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Arkansas DOT’s $633M 30 Crossing Project to Enhance Safety and Traffic Flow in Pulaski County

by: Debra Wood
Work progresses on the Arkansas River Bridge. The new bridge will have three travel lanes, two collector-distributor lanes, and an auxiliary lane. (Photo courtesy of Arkansas Department of Transportation)
Work progresses on the Arkansas River Bridge. The new bridge will have three travel lanes, two collector-distributor lanes, and an auxiliary lane. (Photo courtesy of Arkansas Department of Transportation)
Crews work on the 4th Street Bridge. (Photo courtesy of Arkansas Department of Transportation)
Crews work on the 4th Street Bridge. (Photo courtesy of Arkansas Department of Transportation)
Interstate 30 passes through downtown Little Rock. (Photo courtesy of Arkansas Department of Transportation)
Interstate 30 passes through downtown Little Rock. (Photo courtesy of Arkansas Department of Transportation)
Work progresses on the Ninth Street Bridge. (Photo courtesy of Arkansas Department of Transportation)
Work progresses on the Ninth Street Bridge. (Photo courtesy of Arkansas Department of Transportation)
The 30 Crossing project requires the replacement of 14 bridges on I-30, including the Ninth Street Bridge, pictured here. (Photo courtesy of Arkansas Department of Transportation)
The 30 Crossing project requires the replacement of 14 bridges on I-30, including the Ninth Street Bridge, pictured here. (Photo courtesy of Arkansas Department of Transportation)
Crews work on the new bridge foundation. (Photo courtesy of Kiewit)
Crews work on the new bridge foundation. (Photo courtesy of Kiewit)
Concrete is poured for the bridge deck. (Photo courtesy of Kiewit)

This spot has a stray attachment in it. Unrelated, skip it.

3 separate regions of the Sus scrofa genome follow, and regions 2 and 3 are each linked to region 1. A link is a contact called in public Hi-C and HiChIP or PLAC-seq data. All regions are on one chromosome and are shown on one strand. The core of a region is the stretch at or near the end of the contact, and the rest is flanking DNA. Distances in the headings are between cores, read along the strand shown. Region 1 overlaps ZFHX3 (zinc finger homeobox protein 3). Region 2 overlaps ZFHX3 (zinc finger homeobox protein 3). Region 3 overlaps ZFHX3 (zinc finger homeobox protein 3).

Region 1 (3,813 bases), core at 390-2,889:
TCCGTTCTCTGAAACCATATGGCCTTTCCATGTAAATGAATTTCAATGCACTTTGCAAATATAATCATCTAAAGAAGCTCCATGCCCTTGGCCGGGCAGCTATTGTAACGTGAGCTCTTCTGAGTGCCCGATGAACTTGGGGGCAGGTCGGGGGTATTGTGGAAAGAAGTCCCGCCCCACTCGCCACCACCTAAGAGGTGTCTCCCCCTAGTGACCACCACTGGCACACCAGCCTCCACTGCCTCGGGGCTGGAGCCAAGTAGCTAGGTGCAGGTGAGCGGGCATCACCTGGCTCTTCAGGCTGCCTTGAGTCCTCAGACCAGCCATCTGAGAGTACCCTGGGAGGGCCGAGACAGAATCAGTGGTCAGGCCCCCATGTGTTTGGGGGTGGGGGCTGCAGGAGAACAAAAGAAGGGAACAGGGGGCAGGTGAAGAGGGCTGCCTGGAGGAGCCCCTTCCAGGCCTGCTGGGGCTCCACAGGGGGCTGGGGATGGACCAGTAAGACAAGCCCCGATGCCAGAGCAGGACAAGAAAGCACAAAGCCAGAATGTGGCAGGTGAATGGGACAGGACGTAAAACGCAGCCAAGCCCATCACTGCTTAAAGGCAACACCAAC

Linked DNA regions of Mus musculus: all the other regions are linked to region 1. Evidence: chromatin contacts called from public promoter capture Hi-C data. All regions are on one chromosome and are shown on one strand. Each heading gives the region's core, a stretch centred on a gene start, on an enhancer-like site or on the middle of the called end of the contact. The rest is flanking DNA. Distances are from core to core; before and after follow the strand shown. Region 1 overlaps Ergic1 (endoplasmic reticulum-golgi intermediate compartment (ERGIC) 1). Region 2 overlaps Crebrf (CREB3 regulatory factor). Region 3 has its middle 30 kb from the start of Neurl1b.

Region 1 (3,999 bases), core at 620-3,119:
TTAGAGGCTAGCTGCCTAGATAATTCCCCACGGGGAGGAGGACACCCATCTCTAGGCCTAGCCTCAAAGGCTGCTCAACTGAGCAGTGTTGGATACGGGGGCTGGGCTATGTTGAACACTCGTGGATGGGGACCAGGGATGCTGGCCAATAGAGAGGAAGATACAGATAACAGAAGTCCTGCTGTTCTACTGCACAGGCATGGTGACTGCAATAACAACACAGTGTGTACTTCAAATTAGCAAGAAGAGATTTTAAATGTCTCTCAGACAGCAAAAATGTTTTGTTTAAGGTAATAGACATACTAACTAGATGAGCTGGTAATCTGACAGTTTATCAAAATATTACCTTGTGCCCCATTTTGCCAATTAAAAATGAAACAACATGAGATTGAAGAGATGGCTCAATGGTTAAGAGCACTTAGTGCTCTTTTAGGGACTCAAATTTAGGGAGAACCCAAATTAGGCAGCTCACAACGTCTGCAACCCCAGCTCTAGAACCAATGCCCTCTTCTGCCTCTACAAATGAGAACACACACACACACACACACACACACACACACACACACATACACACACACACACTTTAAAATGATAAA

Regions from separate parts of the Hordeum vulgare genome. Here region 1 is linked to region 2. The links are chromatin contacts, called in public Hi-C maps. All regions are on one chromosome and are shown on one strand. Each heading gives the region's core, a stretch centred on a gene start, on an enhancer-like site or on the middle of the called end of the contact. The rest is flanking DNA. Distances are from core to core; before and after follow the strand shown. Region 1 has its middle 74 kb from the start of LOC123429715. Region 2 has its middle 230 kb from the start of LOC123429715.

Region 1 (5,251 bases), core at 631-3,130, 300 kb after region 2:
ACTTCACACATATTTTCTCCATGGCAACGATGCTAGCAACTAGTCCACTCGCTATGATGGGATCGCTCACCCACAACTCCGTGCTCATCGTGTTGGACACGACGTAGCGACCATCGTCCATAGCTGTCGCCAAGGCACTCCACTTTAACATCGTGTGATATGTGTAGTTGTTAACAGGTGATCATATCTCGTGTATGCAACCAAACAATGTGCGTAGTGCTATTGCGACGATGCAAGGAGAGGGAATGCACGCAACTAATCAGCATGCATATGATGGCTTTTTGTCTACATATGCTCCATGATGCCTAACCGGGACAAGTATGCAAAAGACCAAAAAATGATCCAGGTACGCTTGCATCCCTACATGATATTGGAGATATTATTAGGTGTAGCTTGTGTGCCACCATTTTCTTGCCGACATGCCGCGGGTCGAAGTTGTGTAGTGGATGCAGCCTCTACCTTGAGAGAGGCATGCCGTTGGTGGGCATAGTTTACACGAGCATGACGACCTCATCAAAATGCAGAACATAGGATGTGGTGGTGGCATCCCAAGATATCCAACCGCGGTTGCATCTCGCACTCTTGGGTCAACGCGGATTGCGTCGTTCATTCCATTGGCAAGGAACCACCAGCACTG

Concrete is poured for the bridge deck. (Photo courtesy of Kiewit)
The first phase of the Arkansas Department of Transportation’s (ARDOT) massive 30 Crossing project in Pulaski County remains on track for a summer of 2025 completion, increasing safety and functionality on the highway.

“The purpose of this project is to increase the safety of vehicular traffic on Interstate 30 and Interstate 40,” said Keli Wylie, Assistant Chief Engineer for Program Delivery at ARDOT.

Metroplan identified the need for improvements to the north-south Interstate 30 corridor through downtown Little Rock and North Little Rock more than 20 years ago. The I-30 corridor was built in the late 1950s and early 1960s and had no longer met current standards. The aging highway experienced a higher accident rate than average on Arkansas roads.

The work will correct geometric deficiencies, improve the condition of the roadway by modernizing infrastructure and maintaining a state of good repair, improve navigational safety on the Arkansas River, correct the I-30 Arkansas River Bridge deficiencies, and reduce traffic congestion by improving mobility on I-30 and I-40, Wylie said.

More than 120,000 vehicles drive on this corridor daily. The department anticipates that will increase to more than 140,000 vehicles per day in 2045, 20 years after the construction is finished.

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The current $633 million phase of the project spans four miles. Additional funding will be needed to complete the additional 3.5 miles.